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Tuesday, December 04, 2012

Phineas Finn by Anthony Trollope

Lady Laura Standish is one of three women that the titular hero tries to woo.



Book Review
Phineas Finn
by Anthony Trollope
p. 1869

This is Violet Effingham, the second female love interest in Phineas Finn by Anthony Trollope.  Violet Effingham is obviously younger and more attractive then Lady Laura Standish


   What is the Audience for Anthony Trollope in 2012?  Literature grad students and undergraduates.  Publishing professionals?  Anthony Trollope was, above all else- prolific. He wrote two six volume Novel series about two separate environments- the Barset books deal with a church intensive part of rural England and the Palliser series- to which Phineas Finn belongs.  The Palliser series , "analyzes the lifes and loves of government ministers and their families."

Madame Max Goesler: This is the third love interest for Phineas Finn a wealthy Jewish widow.   Trollope is pretty straight up about confronting anti-Semetic attitudes in british society in the 19th century.



   WHOOO!  Are you excited by that description?  Is anyone?  Seriously, anyone in the world who isn't a graduate student or undergraduate studying literature who wants to read a six volume series about the lives and loves of government ministers in Victorian England?   I suppose the answer is television shows of the sort Aaron Sorkin specializes in.  By extension, you could include all of the doctor and lawyer tv shows and novels.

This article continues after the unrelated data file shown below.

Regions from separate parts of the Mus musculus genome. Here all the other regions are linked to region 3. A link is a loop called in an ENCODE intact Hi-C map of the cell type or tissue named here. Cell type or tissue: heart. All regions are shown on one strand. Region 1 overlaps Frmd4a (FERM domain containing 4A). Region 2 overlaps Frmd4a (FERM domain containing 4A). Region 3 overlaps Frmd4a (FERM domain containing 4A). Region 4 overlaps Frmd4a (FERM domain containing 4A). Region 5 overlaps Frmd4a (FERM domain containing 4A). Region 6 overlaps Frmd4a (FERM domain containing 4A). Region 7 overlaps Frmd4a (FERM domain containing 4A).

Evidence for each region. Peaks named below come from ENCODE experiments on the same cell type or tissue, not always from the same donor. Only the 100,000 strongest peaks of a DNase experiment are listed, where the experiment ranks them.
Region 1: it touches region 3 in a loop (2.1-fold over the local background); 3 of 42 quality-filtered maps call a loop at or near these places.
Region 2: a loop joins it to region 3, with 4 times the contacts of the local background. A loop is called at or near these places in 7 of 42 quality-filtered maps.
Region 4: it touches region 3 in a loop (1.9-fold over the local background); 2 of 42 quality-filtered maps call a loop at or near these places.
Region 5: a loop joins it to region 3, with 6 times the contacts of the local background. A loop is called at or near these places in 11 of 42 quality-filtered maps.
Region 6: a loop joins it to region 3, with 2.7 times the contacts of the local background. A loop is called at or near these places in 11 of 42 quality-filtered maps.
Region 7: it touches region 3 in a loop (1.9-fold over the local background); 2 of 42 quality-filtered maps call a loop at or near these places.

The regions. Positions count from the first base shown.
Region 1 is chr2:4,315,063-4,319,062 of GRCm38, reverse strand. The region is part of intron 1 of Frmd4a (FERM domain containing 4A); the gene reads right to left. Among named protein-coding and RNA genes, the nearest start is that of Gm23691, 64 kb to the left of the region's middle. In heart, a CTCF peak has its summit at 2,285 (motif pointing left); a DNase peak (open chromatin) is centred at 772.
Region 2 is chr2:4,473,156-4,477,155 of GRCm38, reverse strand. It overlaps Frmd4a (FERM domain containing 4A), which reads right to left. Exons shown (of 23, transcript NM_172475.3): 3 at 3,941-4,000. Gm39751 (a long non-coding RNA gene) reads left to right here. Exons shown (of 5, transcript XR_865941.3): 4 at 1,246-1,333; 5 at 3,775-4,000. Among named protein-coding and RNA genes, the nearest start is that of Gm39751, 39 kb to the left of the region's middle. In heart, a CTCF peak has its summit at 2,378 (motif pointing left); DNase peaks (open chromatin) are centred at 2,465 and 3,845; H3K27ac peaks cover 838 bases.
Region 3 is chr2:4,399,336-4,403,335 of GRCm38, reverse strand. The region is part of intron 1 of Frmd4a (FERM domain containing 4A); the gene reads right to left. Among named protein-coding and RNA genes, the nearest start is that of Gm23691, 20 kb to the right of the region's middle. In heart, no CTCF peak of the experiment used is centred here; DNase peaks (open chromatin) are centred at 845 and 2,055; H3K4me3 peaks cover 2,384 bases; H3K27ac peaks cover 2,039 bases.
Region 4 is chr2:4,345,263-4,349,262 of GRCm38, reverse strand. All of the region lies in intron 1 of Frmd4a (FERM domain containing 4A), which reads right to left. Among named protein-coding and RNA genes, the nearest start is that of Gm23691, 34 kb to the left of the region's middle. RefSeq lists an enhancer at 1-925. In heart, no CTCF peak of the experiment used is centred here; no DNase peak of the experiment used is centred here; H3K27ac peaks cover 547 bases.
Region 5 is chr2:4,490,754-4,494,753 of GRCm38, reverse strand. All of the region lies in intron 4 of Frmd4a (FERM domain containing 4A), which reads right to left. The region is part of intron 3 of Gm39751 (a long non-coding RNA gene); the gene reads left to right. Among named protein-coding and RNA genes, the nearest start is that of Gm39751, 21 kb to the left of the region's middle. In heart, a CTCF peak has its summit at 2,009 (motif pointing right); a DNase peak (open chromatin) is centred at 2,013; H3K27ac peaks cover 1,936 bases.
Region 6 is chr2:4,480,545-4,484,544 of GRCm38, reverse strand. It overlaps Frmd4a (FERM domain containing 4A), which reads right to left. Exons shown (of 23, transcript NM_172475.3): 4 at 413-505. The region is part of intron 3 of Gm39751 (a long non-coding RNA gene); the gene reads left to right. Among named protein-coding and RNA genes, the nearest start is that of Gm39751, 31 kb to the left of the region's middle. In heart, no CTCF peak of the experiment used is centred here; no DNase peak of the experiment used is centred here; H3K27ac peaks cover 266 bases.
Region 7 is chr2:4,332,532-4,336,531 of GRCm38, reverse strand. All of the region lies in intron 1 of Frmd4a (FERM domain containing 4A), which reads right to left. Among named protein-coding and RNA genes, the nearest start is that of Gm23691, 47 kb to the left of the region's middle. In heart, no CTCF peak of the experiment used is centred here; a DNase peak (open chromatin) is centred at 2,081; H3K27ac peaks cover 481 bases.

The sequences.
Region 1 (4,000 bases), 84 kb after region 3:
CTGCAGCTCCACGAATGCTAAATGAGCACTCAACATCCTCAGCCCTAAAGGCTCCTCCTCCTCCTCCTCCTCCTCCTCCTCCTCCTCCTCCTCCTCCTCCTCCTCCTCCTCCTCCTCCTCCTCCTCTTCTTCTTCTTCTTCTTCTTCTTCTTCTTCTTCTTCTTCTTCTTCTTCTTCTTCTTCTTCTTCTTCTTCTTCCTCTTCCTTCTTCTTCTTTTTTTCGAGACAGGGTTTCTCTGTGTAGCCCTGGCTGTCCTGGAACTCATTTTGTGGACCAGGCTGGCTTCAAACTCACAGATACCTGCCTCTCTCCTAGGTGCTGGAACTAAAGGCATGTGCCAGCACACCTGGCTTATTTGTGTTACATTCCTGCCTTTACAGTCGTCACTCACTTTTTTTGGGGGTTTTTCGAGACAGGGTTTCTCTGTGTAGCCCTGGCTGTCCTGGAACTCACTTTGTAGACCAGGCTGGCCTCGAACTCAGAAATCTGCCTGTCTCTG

This is Phineas Finn, the titular hero- here looking older then in the book.  The character type is recognizable as the "Hugh Grant" style of appeal and awkwardness.  A contemporary remake of Phineas Finn might well star Hugh Grant


  Compared to the Barsetshire Chronicles, the Government Ministers live in a more "exciting" environment- if you consider 19th century British parliamentary procedure "exciting."

  The fact that Trollope is the first to master the mundane details of a proto-modern life does everything to  both ensure his enduring inclusion as a classic Victorian Novelist while also minimizing his appeal to a contemporary Audience for classic literature.   Also Trollope is writing like someone who got paid by the word- and he did actually get paid by the word.  Trollope is a wizz at managing the multiple strands of plot the length of the Novel requires.   His writing has a formal elegance that surpasses predecessor/contemporaries like Charles Dickens.

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